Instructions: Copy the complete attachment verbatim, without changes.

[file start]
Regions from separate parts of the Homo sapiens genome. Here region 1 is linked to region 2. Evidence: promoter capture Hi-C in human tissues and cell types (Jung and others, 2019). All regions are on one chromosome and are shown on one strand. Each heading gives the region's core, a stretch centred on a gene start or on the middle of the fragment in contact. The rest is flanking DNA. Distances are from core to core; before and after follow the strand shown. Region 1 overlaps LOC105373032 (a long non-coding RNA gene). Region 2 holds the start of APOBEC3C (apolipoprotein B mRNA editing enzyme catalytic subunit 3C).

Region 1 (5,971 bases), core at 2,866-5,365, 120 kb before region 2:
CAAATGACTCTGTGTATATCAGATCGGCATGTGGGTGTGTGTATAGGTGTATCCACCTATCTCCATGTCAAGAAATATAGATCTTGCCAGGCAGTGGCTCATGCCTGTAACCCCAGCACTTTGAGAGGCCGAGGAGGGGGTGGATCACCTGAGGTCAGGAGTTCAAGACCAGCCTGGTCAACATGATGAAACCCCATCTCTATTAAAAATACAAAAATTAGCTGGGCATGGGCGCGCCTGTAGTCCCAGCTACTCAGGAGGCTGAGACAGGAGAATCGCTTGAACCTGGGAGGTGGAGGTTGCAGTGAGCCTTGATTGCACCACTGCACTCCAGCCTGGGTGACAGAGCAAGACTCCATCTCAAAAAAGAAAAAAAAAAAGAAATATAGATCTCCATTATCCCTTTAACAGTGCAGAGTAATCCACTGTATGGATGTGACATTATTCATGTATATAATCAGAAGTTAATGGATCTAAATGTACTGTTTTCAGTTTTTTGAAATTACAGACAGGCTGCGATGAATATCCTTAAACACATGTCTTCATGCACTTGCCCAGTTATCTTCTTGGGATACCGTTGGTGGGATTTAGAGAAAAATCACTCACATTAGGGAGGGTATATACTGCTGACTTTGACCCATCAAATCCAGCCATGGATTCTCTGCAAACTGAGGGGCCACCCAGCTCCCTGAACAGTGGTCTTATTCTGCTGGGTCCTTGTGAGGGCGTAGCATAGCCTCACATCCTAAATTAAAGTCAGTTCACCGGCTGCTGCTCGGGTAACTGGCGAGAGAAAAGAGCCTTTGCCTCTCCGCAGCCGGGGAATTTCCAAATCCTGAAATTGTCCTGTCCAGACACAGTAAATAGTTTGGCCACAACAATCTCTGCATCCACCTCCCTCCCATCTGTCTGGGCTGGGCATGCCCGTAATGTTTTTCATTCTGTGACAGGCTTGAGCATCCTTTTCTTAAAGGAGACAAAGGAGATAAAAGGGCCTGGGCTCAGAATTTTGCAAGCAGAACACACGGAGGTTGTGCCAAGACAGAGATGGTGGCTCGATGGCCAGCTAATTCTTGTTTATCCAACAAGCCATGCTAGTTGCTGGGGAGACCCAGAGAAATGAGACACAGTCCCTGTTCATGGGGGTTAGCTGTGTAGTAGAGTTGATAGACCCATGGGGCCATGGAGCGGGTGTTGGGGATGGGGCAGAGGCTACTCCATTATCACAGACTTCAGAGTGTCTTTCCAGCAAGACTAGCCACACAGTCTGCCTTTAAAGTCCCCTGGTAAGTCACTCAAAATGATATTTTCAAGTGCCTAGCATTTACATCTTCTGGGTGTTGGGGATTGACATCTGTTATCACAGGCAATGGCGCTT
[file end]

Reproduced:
Regions from separate parts of the Homo sapiens genome. Here region 1 is linked to region 2. Evidence: promoter capture Hi-C in human tissues and cell types (Jung and others, 2019). All regions are on one chromosome and are shown on one strand. Each heading gives the region's core, a stretch centred on a gene start or on the middle of the fragment in contact. The rest is flanking DNA. Distances are from core to core; before and after follow the strand shown. Region 1 overlaps LOC105373032 (a long non-coding RNA gene). Region 2 holds the start of APOBEC3C (apolipoprotein B mRNA editing enzyme catalytic subunit 3C).

Region 1 (5,971 bases), core at 2,866-5,365, 120 kb before region 2:
CAAATGACTCTGTGTATATCAGATCGGCATGTGGGTGTGTGTATAGGTGTATCCACCTATCTCCATGTCAAGAAATATAGATCTTGCCAGGCAGTGGCTCATGCCTGTAACCCCAGCACTTTGAGAGGCCGAGGAGGGGGTGGATCACCTGAGGTCAGGAGTTCAAGACCAGCCTGGTCAACATGATGAAACCCCATCTCTATTAAAAATACAAAAATTAGCTGGGCATGGGCGCGCCTGTAGTCCCAGCTACTCAGGAGGCTGAGACAGGAGAATCGCTTGAACCTGGGAGGTGGAGGTTGCAGTGAGCCTTGATTGCACCACTGCACTCCAGCCTGGGTGACAGAGCAAGACTCCATCTCAAAAAAGAAAAAAAAAAAGAAATATAGATCTCCATTATCCCTTTAACAGTGCAGAGTAATCCACTGTATGGATGTGACATTATTCATGTATATAATCAGAAGTTAATGGATCTAAATGTACTGTTTTCAGTTTTTTGAAATTACAGACAGGCTGCGATGAATATCCTTAAACACATGTCTTCATGCACTTGCCCAGTTATCTTCTTGGGATACCGTTGGTGGGATTTAGAGAAAAATCACTCACATTAGGGAGGGTATATACTGCTGACTTTGACCCATCAAATCCAGCCATGGATTCTCTGCAAACTGAGGGGCCACCCAGCTCCCTGAACAGTGGTCTTATTCTGCTGGGTCCTTGTGAGGGCGTAGCATAGCCTCACATCCTAAATTAAAGTCAGTTCACCGGCTGCTGCTCGGGTAACTGGCGAGAGAAAAGAGCCTTTGCCTCTCCGCAGCCGGGGAATTTCCAAATCCTGAAATTGTCCTGTCCAGACACAGTAAATAGTTTGGCCACAACAATCTCTGCATCCACCTCCCTCCCATCTGTCTGGGCTGGGCATGCCCGTAATGTTTTTCATTCTGTGACAGGCTTGAGCATCCTTTTCTTAAAGGAGACAAAGGAGATAAAAGGGCCTGGGCTCAGAATTTTGCAAGCAGAACACACGGAGGTTGTGCCAAGACAGAGATGGTGGCTCGATGGCCAGCTAATTCTTGTTTATCCAACAAGCCATGCTAGTTGCTGGGGAGACCCAGAGAAATGAGACACAGTCCCTGTTCATGGGGGTTAGCTGTGTAGTAGAGTTGATAGACCCATGGGGCCATGGAGCGGGTGTTGGGGATGGGGCAGAGGCTACTCCATTATCACAGACTTCAGAGTGTCTTTCCAGCAAGACTAGCCACACAGTCTGCCTTTAAAGTCCCCTGGTAAGTCACTCAAAATGATATTTTCAAGTGCCTAGCATTTACATCTTCTGGGTGTTGGGGATTGACATCTGTTATCACAGGCAATGGCGCTT